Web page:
With a bleak economic output for the coming year, and a cold winter predicted there is increasing concern that rocketing fuel bills will drag more and more households into ‘fuel poverty’.

In the past, rising fuel bills have been attributed by many, to investments in green technology, leading to growing resentment and even skepticism surrounding the impacts of climate change.

New evidence however, contradicts this theory and highlights other measures exacerbating fuel bills increases.

According to the CCC (Committee on Climate Change), the average fuel bill increased by £455 between 2004 and 2010. When broken down it was found that the vast majority of this rise (£290) was attributable to rising wholesale gas prices, with just 20% related to introducing low carbon technologies.

The same study also highlighted that low carbon technology will not result in big bill rises in the future, with best estimates suggesting it will increase fuel bills by the tune of £110 by 2020.

To many people this increase may still seem steep, but it depends how you look at it. The way I see it, a £110 rise in 8 years is much better than the £290 rise we stomached over the last 6 years due to conventional technologies. Furthermore, investments in low carbon technology have the potential to grant additional advantages to our environment and economy such as decreased pollution levels and a nation that has decreased dependence on fuel imports to produce energy.

Furthermore, if you play your cards right, there are green schemes and solutions out there that can have particularly favorable impact on your energy bills!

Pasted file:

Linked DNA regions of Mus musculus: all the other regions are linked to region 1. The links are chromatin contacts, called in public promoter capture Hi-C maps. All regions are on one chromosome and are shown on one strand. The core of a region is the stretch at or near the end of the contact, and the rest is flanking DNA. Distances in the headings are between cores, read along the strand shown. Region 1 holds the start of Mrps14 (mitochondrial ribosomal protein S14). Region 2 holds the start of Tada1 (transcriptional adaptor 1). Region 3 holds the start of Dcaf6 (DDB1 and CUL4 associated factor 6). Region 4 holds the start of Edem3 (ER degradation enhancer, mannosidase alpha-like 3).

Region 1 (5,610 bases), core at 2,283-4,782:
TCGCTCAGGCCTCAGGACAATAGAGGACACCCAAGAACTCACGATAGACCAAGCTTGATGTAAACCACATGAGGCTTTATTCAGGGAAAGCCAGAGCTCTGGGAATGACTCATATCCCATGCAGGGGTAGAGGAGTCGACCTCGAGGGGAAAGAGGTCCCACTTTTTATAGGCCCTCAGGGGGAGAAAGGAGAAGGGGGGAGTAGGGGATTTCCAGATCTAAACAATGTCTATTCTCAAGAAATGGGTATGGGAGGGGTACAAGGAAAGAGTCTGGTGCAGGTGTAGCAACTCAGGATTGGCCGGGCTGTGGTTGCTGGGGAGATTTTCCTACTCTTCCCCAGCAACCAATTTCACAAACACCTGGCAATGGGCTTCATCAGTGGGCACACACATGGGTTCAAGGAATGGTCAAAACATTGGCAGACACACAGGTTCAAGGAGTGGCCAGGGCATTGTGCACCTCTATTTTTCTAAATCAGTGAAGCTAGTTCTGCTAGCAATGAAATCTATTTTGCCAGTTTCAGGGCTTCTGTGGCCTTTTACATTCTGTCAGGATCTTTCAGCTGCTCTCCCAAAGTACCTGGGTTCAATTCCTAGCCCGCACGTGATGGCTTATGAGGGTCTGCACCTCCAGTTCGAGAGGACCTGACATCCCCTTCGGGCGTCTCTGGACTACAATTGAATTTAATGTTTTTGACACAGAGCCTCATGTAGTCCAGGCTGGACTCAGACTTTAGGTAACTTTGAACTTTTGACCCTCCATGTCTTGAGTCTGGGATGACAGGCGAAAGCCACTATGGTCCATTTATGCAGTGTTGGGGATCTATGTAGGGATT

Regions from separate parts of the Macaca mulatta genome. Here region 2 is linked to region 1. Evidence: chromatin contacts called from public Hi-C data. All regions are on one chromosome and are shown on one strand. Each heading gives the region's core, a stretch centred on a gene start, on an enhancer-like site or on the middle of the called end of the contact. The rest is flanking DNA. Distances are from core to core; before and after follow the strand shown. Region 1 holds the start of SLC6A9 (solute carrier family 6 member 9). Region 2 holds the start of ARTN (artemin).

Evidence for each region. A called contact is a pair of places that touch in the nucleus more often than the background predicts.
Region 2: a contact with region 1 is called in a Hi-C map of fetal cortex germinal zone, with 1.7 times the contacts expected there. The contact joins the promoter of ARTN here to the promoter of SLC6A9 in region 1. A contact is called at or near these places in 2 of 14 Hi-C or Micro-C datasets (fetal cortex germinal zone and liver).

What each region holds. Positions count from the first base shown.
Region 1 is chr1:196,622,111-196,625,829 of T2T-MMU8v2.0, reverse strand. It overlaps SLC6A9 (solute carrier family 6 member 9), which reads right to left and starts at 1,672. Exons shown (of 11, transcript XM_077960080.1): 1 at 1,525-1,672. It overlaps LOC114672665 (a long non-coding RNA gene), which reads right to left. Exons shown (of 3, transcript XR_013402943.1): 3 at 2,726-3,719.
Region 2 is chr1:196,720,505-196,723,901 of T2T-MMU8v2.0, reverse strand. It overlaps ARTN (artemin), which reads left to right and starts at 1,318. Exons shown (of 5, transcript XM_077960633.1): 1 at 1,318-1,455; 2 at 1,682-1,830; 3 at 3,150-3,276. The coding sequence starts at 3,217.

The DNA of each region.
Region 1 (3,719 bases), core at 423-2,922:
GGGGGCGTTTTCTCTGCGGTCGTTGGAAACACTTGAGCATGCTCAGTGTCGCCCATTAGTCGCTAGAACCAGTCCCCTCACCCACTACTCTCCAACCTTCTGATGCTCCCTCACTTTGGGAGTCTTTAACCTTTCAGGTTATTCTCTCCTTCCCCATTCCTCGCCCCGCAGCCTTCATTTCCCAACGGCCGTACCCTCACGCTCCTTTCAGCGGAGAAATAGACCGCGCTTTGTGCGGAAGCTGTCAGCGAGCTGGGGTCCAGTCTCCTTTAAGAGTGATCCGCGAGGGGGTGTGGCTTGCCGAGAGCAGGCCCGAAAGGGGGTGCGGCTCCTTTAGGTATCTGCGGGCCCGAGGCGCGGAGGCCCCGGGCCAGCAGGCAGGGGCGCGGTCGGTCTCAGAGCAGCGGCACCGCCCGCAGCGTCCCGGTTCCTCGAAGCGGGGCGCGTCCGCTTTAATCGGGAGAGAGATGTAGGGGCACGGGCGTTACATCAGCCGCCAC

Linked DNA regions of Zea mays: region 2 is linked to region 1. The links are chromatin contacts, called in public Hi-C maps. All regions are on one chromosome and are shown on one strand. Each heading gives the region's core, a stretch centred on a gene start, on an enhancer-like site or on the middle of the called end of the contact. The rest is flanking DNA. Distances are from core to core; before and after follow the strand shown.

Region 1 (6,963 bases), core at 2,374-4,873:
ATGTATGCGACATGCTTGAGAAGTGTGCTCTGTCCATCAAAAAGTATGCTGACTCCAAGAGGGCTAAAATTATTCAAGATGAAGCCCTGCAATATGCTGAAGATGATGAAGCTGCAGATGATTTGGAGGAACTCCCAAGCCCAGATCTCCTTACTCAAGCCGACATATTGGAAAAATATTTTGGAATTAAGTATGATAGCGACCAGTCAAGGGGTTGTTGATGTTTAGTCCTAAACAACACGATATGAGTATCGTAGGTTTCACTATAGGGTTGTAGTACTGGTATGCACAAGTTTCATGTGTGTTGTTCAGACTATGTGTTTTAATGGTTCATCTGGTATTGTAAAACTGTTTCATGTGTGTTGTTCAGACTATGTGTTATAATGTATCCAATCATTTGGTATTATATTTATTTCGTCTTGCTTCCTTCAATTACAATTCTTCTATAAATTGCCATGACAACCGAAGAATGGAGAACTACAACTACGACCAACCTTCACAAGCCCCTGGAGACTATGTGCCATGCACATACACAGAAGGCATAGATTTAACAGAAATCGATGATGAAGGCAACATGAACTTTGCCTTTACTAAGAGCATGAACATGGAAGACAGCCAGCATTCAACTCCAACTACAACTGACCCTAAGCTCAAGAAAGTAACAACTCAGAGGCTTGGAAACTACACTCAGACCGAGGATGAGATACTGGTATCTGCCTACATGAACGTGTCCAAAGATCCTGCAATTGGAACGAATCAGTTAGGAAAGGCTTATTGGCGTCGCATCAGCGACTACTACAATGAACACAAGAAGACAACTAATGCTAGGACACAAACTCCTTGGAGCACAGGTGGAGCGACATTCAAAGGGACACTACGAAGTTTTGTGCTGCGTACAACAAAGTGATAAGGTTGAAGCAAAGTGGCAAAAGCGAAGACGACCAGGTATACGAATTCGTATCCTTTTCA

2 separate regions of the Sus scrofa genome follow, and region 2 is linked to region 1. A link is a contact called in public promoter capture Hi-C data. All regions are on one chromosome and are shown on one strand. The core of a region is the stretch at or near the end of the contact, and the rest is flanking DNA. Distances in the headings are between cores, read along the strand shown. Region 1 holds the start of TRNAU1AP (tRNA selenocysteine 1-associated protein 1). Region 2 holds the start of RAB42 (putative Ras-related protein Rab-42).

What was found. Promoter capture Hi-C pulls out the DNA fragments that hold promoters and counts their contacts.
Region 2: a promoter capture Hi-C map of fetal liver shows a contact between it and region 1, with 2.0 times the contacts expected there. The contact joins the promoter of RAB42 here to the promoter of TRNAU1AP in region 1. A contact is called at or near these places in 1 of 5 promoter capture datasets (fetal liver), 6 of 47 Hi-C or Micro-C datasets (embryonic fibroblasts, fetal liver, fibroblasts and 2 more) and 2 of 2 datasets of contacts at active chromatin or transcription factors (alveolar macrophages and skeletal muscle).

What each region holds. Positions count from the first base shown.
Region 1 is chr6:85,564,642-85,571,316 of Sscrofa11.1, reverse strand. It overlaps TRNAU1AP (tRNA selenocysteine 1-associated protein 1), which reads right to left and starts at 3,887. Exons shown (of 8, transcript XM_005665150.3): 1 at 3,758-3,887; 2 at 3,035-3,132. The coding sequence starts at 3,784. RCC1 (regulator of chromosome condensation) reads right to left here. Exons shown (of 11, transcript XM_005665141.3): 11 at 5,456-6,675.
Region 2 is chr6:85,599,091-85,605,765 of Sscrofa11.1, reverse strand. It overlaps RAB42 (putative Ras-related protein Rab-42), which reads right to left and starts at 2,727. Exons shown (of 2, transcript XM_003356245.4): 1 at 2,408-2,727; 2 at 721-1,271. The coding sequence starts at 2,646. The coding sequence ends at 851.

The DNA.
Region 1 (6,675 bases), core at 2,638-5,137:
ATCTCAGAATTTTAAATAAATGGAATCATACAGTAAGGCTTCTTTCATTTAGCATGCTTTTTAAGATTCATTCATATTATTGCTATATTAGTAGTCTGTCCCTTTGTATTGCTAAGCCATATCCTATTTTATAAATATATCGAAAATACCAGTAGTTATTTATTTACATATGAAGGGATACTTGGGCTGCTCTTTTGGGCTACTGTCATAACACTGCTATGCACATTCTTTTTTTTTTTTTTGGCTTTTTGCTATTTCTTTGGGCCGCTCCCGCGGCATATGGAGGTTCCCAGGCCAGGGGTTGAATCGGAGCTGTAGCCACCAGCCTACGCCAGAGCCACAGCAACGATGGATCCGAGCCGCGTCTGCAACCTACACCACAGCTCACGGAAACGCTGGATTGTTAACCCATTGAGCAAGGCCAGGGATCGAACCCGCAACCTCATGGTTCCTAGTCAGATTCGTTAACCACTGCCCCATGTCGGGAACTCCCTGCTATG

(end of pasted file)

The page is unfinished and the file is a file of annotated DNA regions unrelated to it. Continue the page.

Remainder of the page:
Arguably the most effective approach is to insulate your home. One off investments in insulation measures such as loft and wall cavity insulation can reduce bills by hundreds of pounds a year simply by making a home more efficient at retaining heat. Strategies such as this can pay for themselves within just a couple of years. Whilst primarily resulting in long-term reductions in a household’s fuel bill, this approach can realistically prevent hundreds of kilograms worth of CO2 pollution annually.

A revolution in the lighting sector, may also allow for a reduction in our future bills, this time for electricity. LED’s (Light Emitting Diodes) are becoming increasingly popular alternatives to conventional lighting due to their increasing versatility. Recent large-scale field studies have found this technology to outdo current lighting in pretty mush every aspect. With a lifetime of around 100,000 hours (just 1000 in traditional incandescent bulbs), the potential for brighter lighting and the fact that they use up to 90% less energy than their competitors, it is only a matter before this technology is mainstream in the western world.

Kitting your house at with solar panels is a slightly more luxurious ways to reduce bills, and until recently equally as effective. Thanks to a government subsidy, households who invested in solar paneling could sell excess electricity back to the national grid in a scheme that saw a 7% annual return on their initial investment. In the current economic market, a return of this rate has been more appealing than those offered by high street banks. Such attractive offers had encouraged 100,000 households to install the technology and allowed the solar sector to expand its workforce to 25,000 individuals.

Unfortunately the government has recently halved the value of its subsidy, probably as a response to the growing public concern surrounding fuel bills as mentioned above. The knock on effect to the green sector is yet to be seen.

For me, the animosity directed towards green technologies due to higher initial costs is misguided. This blog identifies how low carbon technologies are likely to benefit the average home in the near future, and I believe these case studies can be used as strong justification to invest in green tech now.

The aforementioned case studies make sense both economically and environmentally and the longer governments fail to back these schemes, the longer our environment will suffer from unnecessary pollution produced through outdated and inefficient technology, and the greater the eventual cost will be to repair the damage we have done.